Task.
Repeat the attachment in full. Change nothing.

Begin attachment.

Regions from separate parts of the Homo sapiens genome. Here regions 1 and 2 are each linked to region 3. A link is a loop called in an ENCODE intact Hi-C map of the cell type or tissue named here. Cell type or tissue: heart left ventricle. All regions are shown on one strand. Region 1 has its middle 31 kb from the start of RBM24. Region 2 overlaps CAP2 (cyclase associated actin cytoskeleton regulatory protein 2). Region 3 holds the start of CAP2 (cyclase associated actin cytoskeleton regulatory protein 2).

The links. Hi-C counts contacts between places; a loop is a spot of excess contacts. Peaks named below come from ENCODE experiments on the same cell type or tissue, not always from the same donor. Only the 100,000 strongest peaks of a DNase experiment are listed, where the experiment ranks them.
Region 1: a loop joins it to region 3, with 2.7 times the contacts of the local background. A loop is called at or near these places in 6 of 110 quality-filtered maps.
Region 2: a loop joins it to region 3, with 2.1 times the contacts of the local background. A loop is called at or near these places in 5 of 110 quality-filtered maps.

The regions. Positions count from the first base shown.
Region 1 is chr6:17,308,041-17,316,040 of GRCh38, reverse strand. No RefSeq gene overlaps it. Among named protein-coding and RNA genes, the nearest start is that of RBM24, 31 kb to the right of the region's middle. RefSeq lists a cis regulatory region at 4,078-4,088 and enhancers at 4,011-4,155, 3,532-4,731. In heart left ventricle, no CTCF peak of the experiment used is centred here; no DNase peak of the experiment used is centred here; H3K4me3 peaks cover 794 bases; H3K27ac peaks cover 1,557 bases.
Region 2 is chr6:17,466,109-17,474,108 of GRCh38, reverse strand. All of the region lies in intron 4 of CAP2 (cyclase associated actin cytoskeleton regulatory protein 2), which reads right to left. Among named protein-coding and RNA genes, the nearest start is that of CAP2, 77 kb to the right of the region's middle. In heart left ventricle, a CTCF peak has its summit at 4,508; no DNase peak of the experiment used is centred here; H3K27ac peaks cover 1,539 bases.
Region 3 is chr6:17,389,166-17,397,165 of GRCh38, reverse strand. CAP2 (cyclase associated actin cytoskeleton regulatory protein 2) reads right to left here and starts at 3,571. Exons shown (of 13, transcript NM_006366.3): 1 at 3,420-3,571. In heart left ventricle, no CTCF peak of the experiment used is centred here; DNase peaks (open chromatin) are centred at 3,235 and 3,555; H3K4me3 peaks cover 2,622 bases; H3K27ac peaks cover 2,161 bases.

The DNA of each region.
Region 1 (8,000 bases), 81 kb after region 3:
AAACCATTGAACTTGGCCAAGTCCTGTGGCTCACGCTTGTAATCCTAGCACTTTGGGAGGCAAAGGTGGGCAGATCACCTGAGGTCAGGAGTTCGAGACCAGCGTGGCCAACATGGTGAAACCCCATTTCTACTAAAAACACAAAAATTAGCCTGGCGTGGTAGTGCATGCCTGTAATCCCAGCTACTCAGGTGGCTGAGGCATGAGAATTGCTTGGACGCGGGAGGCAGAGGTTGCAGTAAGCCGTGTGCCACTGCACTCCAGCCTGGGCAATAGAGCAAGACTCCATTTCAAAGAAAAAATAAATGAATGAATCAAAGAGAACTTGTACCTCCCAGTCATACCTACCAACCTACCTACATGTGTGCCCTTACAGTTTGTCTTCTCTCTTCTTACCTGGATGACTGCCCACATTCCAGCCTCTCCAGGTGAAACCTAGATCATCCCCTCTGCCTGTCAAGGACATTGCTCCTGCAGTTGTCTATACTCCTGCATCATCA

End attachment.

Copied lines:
Regions from separate parts of the Homo sapiens genome. Here regions 1 and 2 are each linked to region 3. A link is a loop called in an ENCODE intact Hi-C map of the cell type or tissue named here. Cell type or tissue: heart left ventricle. All regions are shown on one strand. Region 1 has its middle 31 kb from the start of RBM24. Region 2 overlaps CAP2 (cyclase associated actin cytoskeleton regulatory protein 2). Region 3 holds the start of CAP2 (cyclase associated actin cytoskeleton regulatory protein 2).

The links. Hi-C counts contacts between places; a loop is a spot of excess contacts. Peaks named below come from ENCODE experiments on the same cell type or tissue, not always from the same donor. Only the 100,000 strongest peaks of a DNase experiment are listed, where the experiment ranks them.
Region 1: a loop joins it to region 3, with 2.7 times the contacts of the local background. A loop is called at or near these places in 6 of 110 quality-filtered maps.
Region 2: a loop joins it to region 3, with 2.1 times the contacts of the local background. A loop is called at or near these places in 5 of 110 quality-filtered maps.

The regions. Positions count from the first base shown.
Region 1 is chr6:17,308,041-17,316,040 of GRCh38, reverse strand. No RefSeq gene overlaps it. Among named protein-coding and RNA genes, the nearest start is that of RBM24, 31 kb to the right of the region's middle. RefSeq lists a cis regulatory region at 4,078-4,088 and enhancers at 4,011-4,155, 3,532-4,731. In heart left ventricle, no CTCF peak of the experiment used is centred here; no DNase peak of the experiment used is centred here; H3K4me3 peaks cover 794 bases; H3K27ac peaks cover 1,557 bases.
Region 2 is chr6:17,466,109-17,474,108 of GRCh38, reverse strand. All of the region lies in intron 4 of CAP2 (cyclase associated actin cytoskeleton regulatory protein 2), which reads right to left. Among named protein-coding and RNA genes, the nearest start is that of CAP2, 77 kb to the right of the region's middle. In heart left ventricle, a CTCF peak has its summit at 4,508; no DNase peak of the experiment used is centred here; H3K27ac peaks cover 1,539 bases.
Region 3 is chr6:17,389,166-17,397,165 of GRCh38, reverse strand. CAP2 (cyclase associated actin cytoskeleton regulatory protein 2) reads right to left here and starts at 3,571. Exons shown (of 13, transcript NM_006366.3): 1 at 3,420-3,571. In heart left ventricle, no CTCF peak of the experiment used is centred here; DNase peaks (open chromatin) are centred at 3,235 and 3,555; H3K4me3 peaks cover 2,622 bases; H3K27ac peaks cover 2,161 bases.

The DNA of each region.
Region 1 (8,000 bases), 81 kb after region 3:
AAACCATTGAACTTGGCCAAGTCCTGTGGCTCACGCTTGTAATCCTAGCACTTTGGGAGGCAAAGGTGGGCAGATCACCTGAGGTCAGGAGTTCGAGACCAGCGTGGCCAACATGGTGAAACCCCATTTCTACTAAAAACACAAAAATTAGCCTGGCGTGGTAGTGCATGCCTGTAATCCCAGCTACTCAGGTGGCTGAGGCATGAGAATTGCTTGGACGCGGGAGGCAGAGGTTGCAGTAAGCCGTGTGCCACTGCACTCCAGCCTGGGCAATAGAGCAAGACTCCATTTCAAAGAAAAAATAAATGAATGAATCAAAGAGAACTTGTACCTCCCAGTCATACCTACCAACCTACCTACATGTGTGCCCTTACAGTTTGTCTTCTCTCTTCTTACCTGGATGACTGCCCACATTCCAGCCTCTCCAGGTGAAACCTAGATCATCCCCTCTGCCTGTCAAGGACATTGCTCCTGCAGTTGTCTATACTCCTGCATCATCA